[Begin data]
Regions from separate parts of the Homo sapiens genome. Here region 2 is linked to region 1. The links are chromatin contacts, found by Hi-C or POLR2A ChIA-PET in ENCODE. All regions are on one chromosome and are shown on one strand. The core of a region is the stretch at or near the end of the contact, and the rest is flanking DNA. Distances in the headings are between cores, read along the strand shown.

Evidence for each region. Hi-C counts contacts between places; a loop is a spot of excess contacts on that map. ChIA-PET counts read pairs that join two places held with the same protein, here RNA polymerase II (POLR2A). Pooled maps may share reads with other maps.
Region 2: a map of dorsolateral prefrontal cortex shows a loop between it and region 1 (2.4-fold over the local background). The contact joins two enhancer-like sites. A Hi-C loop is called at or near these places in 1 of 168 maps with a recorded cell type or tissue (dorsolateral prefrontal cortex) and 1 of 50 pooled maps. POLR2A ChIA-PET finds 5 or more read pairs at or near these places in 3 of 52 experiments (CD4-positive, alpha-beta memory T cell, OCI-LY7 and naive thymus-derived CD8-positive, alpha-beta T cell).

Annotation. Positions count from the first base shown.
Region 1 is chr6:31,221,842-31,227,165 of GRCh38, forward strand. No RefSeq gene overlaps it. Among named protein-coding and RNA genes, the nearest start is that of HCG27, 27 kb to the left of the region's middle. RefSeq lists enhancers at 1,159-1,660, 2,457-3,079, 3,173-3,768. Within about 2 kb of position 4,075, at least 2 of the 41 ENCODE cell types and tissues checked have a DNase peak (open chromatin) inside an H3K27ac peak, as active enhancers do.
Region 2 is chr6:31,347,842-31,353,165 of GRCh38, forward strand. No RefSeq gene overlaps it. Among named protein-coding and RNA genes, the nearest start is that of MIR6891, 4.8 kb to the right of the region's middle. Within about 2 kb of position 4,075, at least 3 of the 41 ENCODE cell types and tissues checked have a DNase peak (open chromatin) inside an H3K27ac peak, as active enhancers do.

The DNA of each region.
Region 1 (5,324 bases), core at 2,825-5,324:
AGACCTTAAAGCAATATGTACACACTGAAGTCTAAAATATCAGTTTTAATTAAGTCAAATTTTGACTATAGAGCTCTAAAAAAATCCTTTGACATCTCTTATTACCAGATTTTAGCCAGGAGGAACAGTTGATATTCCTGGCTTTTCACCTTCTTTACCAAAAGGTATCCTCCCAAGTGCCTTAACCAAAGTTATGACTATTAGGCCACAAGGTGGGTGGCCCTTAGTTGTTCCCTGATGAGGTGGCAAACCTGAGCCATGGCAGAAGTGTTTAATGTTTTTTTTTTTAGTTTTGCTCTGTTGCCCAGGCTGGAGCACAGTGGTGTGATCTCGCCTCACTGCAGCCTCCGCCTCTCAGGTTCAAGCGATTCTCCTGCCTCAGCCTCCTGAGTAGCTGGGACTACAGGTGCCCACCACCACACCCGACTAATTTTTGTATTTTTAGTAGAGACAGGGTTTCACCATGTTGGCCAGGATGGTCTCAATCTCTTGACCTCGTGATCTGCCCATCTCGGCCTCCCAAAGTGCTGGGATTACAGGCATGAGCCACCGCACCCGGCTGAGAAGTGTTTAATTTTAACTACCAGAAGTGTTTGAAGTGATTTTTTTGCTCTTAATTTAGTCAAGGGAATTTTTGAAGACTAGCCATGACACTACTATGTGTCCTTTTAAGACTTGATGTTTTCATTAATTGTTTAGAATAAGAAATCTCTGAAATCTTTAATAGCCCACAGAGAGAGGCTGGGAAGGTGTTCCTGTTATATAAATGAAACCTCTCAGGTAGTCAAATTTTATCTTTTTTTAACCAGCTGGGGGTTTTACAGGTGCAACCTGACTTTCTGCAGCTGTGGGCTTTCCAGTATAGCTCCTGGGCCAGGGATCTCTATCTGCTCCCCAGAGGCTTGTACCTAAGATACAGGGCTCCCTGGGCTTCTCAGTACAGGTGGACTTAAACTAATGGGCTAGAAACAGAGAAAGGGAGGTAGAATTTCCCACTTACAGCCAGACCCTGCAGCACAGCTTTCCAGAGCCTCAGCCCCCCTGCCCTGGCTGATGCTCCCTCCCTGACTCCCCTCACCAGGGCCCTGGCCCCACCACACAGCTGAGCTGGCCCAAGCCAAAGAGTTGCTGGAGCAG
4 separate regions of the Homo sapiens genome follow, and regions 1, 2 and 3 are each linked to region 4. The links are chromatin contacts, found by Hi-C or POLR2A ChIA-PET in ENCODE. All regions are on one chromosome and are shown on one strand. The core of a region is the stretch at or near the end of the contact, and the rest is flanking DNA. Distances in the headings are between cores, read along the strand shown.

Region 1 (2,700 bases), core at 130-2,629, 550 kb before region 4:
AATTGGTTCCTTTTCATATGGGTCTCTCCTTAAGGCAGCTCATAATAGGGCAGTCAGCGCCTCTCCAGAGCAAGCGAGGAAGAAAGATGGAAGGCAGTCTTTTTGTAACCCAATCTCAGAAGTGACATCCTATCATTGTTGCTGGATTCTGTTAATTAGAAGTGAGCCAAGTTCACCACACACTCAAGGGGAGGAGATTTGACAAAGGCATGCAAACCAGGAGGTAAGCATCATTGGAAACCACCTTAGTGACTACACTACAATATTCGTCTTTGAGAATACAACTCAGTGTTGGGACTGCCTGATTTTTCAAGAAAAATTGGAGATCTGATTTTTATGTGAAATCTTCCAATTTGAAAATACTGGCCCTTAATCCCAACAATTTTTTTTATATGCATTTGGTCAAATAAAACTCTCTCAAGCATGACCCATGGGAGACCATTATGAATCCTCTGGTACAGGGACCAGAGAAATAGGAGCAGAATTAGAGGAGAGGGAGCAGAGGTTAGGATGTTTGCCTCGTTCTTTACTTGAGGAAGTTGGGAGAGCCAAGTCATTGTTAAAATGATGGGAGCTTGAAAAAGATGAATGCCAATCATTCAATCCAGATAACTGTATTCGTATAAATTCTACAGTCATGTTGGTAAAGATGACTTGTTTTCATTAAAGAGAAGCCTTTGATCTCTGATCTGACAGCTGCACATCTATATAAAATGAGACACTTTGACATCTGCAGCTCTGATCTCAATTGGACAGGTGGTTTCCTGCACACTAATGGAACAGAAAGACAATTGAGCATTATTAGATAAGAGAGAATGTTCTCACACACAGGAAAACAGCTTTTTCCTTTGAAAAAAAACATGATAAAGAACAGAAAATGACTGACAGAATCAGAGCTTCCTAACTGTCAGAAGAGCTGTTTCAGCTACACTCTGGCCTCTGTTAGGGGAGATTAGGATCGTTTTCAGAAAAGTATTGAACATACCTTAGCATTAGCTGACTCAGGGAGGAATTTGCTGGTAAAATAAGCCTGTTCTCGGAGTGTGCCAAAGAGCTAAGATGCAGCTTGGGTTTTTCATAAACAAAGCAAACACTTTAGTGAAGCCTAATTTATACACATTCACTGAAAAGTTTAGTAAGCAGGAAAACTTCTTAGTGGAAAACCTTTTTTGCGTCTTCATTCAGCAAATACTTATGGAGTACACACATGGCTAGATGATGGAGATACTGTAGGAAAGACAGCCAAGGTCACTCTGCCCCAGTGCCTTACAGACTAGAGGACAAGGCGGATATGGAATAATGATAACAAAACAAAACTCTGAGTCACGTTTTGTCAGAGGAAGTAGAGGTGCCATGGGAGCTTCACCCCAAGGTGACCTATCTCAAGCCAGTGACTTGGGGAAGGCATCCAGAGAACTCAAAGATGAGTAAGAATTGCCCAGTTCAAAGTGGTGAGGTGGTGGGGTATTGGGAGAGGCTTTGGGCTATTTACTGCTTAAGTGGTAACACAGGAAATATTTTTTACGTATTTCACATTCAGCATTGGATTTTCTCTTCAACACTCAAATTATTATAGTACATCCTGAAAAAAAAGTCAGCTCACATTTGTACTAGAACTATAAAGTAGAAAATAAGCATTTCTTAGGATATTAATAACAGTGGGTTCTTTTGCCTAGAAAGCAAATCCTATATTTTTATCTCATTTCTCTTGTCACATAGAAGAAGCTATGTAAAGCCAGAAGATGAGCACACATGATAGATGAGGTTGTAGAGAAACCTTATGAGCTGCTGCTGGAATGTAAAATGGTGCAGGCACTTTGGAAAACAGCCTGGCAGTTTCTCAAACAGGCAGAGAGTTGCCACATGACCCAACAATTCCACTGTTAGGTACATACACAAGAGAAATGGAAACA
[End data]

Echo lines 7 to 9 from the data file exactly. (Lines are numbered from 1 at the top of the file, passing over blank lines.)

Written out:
The DNA of each region.
Region 1 (5,324 bases), core at 2,825-5,324:
AGACCTTAAAGCAATATGTACACACTGAAGTCTAAAATATCAGTTTTAATTAAGTCAAATTTTGACTATAGAGCTCTAAAAAAATCCTTTGACATCTCTTATTACCAGATTTTAGCCAGGAGGAACAGTTGATATTCCTGGCTTTTCACCTTCTTTACCAAAAGGTATCCTCCCAAGTGCCTTAACCAAAGTTATGACTATTAGGCCACAAGGTGGGTGGCCCTTAGTTGTTCCCTGATGAGGTGGCAAACCTGAGCCATGGCAGAAGTGTTTAATGTTTTTTTTTTTAGTTTTGCTCTGTTGCCCAGGCTGGAGCACAGTGGTGTGATCTCGCCTCACTGCAGCCTCCGCCTCTCAGGTTCAAGCGATTCTCCTGCCTCAGCCTCCTGAGTAGCTGGGACTACAGGTGCCCACCACCACACCCGACTAATTTTTGTATTTTTAGTAGAGACAGGGTTTCACCATGTTGGCCAGGATGGTCTCAATCTCTTGACCTCGTGATCTGCCCATCTCGGCCTCCCAAAGTGCTGGGATTACAGGCATGAGCCACCGCACCCGGCTGAGAAGTGTTTAATTTTAACTACCAGAAGTGTTTGAAGTGATTTTTTTGCTCTTAATTTAGTCAAGGGAATTTTTGAAGACTAGCCATGACACTACTATGTGTCCTTTTAAGACTTGATGTTTTCATTAATTGTTTAGAATAAGAAATCTCTGAAATCTTTAATAGCCCACAGAGAGAGGCTGGGAAGGTGTTCCTGTTATATAAATGAAACCTCTCAGGTAGTCAAATTTTATCTTTTTTTAACCAGCTGGGGGTTTTACAGGTGCAACCTGACTTTCTGCAGCTGTGGGCTTTCCAGTATAGCTCCTGGGCCAGGGATCTCTATCTGCTCCCCAGAGGCTTGTACCTAAGATACAGGGCTCCCTGGGCTTCTCAGTACAGGTGGACTTAAACTAATGGGCTAGAAACAGAGAAAGGGAGGTAGAATTTCCCACTTACAGCCAGACCCTGCAGCACAGCTTTCCAGAGCCTCAGCCCCCCTGCCCTGGCTGATGCTCCCTCCCTGACTCCCCTCACCAGGGCCCTGGCCCCACCACACAGCTGAGCTGGCCCAAGCCAAAGAGTTGCTGGAGCAG